In the Amida on Shabbat night we recite Va-yekhulu, the three verses at the end of account of creation (Bereishit 2:1-3) that introduce the idea of Shabbat. The Sages teach (Shabbat 119b) that one who recites Va-yekhulu in the Shabbat evening prayers becomes like a partner with God in creation. God purposely created the world incomplete so that we could become His partners in its repair. Our partnership begins with belief in the Creator, and from there we work to rectify the world and express His glory.
The Sages further teach that one who recites Va-yekhulu in the Shabbat evening prayers is escorted home by two angels, who place their hands on his head and say: “Your iniquity will be removed and your sin will be atoned.” The idea of Shabbat is linked to repentance (teshuva), as attested by their phonetic similarity. Indeed, on Shabbat we are reminded of our faith in the Creator, and from that conviction we return (“shavim”) to all the good aspirations in our souls. One who recites Va-yekhulu on Shabbat eve expresses the profound significance of Shabbat and earns the opportunity for true repentance and atonement for his transgressions.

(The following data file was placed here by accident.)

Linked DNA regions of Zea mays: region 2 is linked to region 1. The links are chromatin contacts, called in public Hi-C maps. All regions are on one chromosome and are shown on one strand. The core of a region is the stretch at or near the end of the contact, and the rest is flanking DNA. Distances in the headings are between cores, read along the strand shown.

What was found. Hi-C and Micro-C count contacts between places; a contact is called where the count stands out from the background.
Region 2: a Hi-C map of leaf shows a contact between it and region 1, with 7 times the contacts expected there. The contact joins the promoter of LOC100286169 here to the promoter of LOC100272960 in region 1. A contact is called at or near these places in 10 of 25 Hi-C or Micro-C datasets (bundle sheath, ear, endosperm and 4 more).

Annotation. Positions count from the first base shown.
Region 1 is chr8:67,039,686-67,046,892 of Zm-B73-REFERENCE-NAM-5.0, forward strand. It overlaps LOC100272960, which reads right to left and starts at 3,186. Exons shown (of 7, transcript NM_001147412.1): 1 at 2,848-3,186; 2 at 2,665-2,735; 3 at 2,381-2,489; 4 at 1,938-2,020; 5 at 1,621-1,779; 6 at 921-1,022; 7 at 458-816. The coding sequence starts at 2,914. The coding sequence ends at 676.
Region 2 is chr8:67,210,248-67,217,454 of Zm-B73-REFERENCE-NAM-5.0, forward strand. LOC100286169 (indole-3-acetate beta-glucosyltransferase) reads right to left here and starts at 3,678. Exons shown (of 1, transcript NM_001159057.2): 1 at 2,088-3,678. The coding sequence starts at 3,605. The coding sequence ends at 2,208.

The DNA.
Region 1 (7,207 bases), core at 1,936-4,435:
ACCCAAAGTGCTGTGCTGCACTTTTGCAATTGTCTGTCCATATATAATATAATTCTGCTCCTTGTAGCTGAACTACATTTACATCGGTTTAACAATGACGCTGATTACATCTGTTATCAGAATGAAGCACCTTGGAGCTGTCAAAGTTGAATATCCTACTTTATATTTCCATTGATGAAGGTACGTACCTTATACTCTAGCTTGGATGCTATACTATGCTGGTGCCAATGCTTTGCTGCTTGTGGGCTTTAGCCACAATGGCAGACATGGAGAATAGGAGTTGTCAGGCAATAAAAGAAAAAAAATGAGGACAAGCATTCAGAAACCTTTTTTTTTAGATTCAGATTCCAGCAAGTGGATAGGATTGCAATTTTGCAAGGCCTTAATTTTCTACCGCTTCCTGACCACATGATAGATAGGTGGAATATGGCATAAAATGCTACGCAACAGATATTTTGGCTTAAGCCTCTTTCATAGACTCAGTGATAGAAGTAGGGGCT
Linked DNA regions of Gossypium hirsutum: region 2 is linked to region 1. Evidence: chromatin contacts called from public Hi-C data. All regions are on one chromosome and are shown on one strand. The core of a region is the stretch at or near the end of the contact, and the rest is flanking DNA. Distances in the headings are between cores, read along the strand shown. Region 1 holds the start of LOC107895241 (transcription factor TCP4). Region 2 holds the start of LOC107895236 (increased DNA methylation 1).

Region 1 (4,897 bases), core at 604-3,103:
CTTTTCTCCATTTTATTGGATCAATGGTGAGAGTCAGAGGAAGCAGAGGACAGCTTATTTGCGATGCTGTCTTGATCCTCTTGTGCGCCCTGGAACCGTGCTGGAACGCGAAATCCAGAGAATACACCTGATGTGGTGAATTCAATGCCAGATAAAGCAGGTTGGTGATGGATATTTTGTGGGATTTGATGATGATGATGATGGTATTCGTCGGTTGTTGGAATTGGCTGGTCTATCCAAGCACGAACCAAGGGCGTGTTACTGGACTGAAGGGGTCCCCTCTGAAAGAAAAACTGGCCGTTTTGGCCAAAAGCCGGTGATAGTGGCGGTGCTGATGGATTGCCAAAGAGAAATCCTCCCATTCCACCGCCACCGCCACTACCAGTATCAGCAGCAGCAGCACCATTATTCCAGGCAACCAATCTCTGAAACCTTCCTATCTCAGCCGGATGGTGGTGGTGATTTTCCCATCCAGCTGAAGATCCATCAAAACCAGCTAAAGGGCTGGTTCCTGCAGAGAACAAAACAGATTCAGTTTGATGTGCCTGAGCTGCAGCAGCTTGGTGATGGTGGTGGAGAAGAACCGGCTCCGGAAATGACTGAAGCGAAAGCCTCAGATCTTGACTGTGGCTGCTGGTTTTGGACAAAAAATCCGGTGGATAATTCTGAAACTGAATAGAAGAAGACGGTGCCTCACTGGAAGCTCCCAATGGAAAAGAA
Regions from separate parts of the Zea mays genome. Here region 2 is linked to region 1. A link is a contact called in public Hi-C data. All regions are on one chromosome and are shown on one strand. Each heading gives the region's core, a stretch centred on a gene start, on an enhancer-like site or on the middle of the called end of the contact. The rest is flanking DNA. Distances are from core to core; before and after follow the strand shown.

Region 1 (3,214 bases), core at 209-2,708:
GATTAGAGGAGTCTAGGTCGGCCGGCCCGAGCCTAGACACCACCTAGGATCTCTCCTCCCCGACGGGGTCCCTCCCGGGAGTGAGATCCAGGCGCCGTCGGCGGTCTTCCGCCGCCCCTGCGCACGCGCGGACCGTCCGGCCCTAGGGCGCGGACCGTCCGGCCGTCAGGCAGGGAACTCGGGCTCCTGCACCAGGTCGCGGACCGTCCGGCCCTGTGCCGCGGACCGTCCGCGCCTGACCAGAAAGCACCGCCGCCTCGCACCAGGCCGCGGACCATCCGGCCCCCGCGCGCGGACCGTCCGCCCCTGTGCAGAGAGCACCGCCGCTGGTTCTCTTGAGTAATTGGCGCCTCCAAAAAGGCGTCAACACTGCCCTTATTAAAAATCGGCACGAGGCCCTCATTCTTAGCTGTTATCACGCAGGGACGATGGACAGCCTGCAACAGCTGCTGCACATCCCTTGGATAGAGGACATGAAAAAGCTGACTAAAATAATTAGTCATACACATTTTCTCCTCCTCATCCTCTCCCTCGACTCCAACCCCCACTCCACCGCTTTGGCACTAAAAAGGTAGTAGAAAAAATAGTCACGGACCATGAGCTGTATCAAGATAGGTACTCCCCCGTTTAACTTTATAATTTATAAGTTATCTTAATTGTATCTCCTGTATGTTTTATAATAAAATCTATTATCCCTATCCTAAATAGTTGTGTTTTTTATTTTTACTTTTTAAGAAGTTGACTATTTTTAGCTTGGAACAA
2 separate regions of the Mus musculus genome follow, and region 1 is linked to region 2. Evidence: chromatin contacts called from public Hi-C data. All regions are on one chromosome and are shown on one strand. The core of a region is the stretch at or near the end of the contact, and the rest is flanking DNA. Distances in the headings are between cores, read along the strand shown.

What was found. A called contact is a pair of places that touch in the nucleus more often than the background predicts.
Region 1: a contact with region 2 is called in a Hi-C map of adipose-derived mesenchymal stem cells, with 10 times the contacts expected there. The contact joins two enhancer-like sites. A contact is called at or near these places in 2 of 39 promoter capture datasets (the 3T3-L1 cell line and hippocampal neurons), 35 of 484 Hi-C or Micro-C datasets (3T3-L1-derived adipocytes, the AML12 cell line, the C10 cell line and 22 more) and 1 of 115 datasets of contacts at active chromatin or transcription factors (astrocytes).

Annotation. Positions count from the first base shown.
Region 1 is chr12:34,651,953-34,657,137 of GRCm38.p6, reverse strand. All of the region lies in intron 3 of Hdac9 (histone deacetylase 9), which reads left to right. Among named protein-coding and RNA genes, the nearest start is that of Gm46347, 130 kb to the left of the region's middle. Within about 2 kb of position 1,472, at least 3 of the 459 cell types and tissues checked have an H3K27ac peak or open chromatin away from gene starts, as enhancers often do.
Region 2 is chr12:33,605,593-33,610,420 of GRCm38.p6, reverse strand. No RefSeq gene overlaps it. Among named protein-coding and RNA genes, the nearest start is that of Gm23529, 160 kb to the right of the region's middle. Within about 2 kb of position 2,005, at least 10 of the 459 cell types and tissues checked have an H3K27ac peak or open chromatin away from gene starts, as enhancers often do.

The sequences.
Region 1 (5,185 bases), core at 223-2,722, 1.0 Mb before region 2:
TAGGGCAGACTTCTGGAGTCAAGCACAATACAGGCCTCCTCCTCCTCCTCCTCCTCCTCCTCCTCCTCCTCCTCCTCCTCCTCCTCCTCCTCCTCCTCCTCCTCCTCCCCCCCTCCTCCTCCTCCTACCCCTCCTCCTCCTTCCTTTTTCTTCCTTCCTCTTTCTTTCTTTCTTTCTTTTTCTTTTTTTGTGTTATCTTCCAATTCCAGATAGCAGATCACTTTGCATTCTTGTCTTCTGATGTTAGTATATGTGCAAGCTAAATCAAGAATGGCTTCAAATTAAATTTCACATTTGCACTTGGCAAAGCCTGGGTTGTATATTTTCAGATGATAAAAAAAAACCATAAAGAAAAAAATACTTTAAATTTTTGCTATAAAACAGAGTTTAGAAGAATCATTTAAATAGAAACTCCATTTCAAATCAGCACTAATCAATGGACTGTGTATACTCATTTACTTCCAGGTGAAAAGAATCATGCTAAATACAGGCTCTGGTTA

In the synagogue, the congregation recites Va-yekhulu again after the Amida. Some say that the public recitation of Va-yekhulu serves as testimony to the creation of the world (see Peninei Halakha: Shabbat 4:3). We say Va-yekhulu a third time in kiddush; often, important prayers are recited three times (as in Ashrei and Kedusha).
The Sages instituted that the ĥazan recites Magen Avot or the Berakha Me’ein Sheva (a summary of the seven berakhot of the Friday night Amida) after Ma’ariv, to serve as a sort of Ĥazarat Ha-shatz (see Peninei Halakha: Shabbat 4:2 for further study). This berakha is recited by the ĥazan, so after the congregation sings its opening passage Magen Avot, the ĥazan must repeat it by himself (MB 268:22).